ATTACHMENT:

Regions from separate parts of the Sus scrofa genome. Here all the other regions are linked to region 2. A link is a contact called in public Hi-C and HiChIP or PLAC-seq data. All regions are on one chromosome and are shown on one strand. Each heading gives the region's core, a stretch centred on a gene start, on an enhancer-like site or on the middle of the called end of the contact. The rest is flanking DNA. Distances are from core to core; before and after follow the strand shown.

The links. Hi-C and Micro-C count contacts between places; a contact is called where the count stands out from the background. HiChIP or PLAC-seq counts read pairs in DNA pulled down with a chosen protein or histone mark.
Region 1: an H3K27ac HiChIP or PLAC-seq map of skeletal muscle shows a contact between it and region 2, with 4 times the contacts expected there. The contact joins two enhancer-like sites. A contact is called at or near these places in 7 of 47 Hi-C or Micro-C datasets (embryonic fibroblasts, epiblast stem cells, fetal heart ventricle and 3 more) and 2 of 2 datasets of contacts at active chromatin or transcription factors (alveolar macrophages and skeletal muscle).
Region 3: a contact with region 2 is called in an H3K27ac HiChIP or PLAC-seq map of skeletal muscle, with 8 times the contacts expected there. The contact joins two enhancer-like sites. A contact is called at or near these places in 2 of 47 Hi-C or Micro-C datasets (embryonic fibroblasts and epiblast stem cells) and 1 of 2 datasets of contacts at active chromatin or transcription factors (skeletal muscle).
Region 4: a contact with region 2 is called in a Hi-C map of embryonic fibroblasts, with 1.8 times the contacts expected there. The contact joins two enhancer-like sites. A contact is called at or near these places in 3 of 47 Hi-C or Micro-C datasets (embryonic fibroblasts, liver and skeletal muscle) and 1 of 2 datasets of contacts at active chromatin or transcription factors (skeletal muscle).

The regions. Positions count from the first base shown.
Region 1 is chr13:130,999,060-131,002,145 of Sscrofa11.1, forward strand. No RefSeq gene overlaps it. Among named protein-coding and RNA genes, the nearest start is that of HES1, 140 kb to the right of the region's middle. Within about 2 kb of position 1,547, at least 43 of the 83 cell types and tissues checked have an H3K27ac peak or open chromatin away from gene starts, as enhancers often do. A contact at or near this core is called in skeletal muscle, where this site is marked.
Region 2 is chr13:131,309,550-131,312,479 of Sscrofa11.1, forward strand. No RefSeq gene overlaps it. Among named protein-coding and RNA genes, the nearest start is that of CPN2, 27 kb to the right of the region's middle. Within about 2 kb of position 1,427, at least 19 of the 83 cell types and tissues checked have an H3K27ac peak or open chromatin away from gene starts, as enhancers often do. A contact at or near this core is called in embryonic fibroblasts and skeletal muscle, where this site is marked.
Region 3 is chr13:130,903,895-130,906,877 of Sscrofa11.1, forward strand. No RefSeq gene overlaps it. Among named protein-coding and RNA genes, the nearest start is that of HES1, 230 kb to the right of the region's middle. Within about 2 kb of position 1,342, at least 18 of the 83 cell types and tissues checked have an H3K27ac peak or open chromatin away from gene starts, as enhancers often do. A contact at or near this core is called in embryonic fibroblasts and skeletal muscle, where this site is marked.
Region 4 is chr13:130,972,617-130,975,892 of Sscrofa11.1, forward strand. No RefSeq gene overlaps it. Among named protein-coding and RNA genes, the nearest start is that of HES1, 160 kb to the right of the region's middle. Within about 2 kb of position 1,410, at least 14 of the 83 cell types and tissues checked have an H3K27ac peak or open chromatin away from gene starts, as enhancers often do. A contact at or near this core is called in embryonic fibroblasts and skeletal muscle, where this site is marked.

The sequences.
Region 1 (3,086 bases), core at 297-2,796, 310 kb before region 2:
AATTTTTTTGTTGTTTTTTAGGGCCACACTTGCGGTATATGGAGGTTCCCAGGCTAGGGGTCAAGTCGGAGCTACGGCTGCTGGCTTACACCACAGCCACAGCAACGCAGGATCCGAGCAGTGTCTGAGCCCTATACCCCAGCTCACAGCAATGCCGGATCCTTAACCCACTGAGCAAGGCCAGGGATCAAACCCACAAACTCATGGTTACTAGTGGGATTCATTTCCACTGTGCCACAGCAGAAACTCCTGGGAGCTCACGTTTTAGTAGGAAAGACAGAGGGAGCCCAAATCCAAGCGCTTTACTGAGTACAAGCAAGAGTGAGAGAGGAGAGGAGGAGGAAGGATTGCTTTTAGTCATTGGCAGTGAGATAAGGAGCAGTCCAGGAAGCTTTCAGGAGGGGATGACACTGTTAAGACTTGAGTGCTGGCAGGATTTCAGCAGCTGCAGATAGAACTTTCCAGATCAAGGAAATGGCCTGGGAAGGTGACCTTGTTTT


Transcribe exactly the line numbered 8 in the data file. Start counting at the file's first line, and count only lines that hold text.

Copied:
Region 2 is chr13:131,309,550-131,312,479 of Sscrofa11.1, forward strand. No RefSeq gene overlaps it. Among named protein-coding and RNA genes, the nearest start is that of CPN2, 27 kb to the right of the region's middle. Within about 2 kb of position 1,427, at least 19 of the 83 cell types and tissues checked have an H3K27ac peak or open chromatin away from gene starts, as enhancers often do. A contact at or near this core is called in embryonic fibroblasts and skeletal muscle, where this site is marked.